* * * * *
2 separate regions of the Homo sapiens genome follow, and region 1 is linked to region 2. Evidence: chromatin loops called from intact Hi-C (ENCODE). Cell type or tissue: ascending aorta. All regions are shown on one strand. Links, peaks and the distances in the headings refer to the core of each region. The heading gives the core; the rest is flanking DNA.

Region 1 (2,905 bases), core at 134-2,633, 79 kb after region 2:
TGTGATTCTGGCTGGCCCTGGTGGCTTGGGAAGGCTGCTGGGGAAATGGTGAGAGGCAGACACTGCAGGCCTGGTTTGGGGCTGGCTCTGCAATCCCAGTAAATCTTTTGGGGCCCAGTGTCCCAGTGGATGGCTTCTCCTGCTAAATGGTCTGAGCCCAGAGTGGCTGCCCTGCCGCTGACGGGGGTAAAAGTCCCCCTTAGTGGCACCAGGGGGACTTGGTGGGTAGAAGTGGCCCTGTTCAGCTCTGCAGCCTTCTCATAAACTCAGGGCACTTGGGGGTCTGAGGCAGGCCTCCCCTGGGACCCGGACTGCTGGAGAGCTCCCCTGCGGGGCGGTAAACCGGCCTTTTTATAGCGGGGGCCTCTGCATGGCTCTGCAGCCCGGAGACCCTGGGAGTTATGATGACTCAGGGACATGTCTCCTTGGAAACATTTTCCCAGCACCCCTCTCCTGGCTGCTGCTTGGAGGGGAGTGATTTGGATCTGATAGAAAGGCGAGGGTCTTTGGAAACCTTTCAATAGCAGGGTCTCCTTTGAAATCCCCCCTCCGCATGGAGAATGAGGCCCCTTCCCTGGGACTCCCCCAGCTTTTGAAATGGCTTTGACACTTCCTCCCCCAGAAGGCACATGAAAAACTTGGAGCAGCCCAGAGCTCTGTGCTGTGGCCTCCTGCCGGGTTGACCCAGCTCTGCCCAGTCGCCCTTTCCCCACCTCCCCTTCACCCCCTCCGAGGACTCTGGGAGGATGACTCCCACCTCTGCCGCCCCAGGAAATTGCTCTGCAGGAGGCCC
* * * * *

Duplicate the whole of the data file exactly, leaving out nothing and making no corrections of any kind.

2 separate regions of the Homo sapiens genome follow, and region 1 is linked to region 2. Evidence: chromatin loops called from intact Hi-C (ENCODE). Cell type or tissue: ascending aorta. All regions are shown on one strand. Links, peaks and the distances in the headings refer to the core of each region. The heading gives the core; the rest is flanking DNA.

Region 1 (2,905 bases), core at 134-2,633, 79 kb after region 2:
TGTGATTCTGGCTGGCCCTGGTGGCTTGGGAAGGCTGCTGGGGAAATGGTGAGAGGCAGACACTGCAGGCCTGGTTTGGGGCTGGCTCTGCAATCCCAGTAAATCTTTTGGGGCCCAGTGTCCCAGTGGATGGCTTCTCCTGCTAAATGGTCTGAGCCCAGAGTGGCTGCCCTGCCGCTGACGGGGGTAAAAGTCCCCCTTAGTGGCACCAGGGGGACTTGGTGGGTAGAAGTGGCCCTGTTCAGCTCTGCAGCCTTCTCATAAACTCAGGGCACTTGGGGGTCTGAGGCAGGCCTCCCCTGGGACCCGGACTGCTGGAGAGCTCCCCTGCGGGGCGGTAAACCGGCCTTTTTATAGCGGGGGCCTCTGCATGGCTCTGCAGCCCGGAGACCCTGGGAGTTATGATGACTCAGGGACATGTCTCCTTGGAAACATTTTCCCAGCACCCCTCTCCTGGCTGCTGCTTGGAGGGGAGTGATTTGGATCTGATAGAAAGGCGAGGGTCTTTGGAAACCTTTCAATAGCAGGGTCTCCTTTGAAATCCCCCCTCCGCATGGAGAATGAGGCCCCTTCCCTGGGACTCCCCCAGCTTTTGAAATGGCTTTGACACTTCCTCCCCCAGAAGGCACATGAAAAACTTGGAGCAGCCCAGAGCTCTGTGCTGTGGCCTCCTGCCGGGTTGACCCAGCTCTGCCCAGTCGCCCTTTCCCCACCTCCCCTTCACCCCCTCCGAGGACTCTGGGAGGATGACTCCCACCTCTGCCGCCCCAGGAAATTGCTCTGCAGGAGGCCC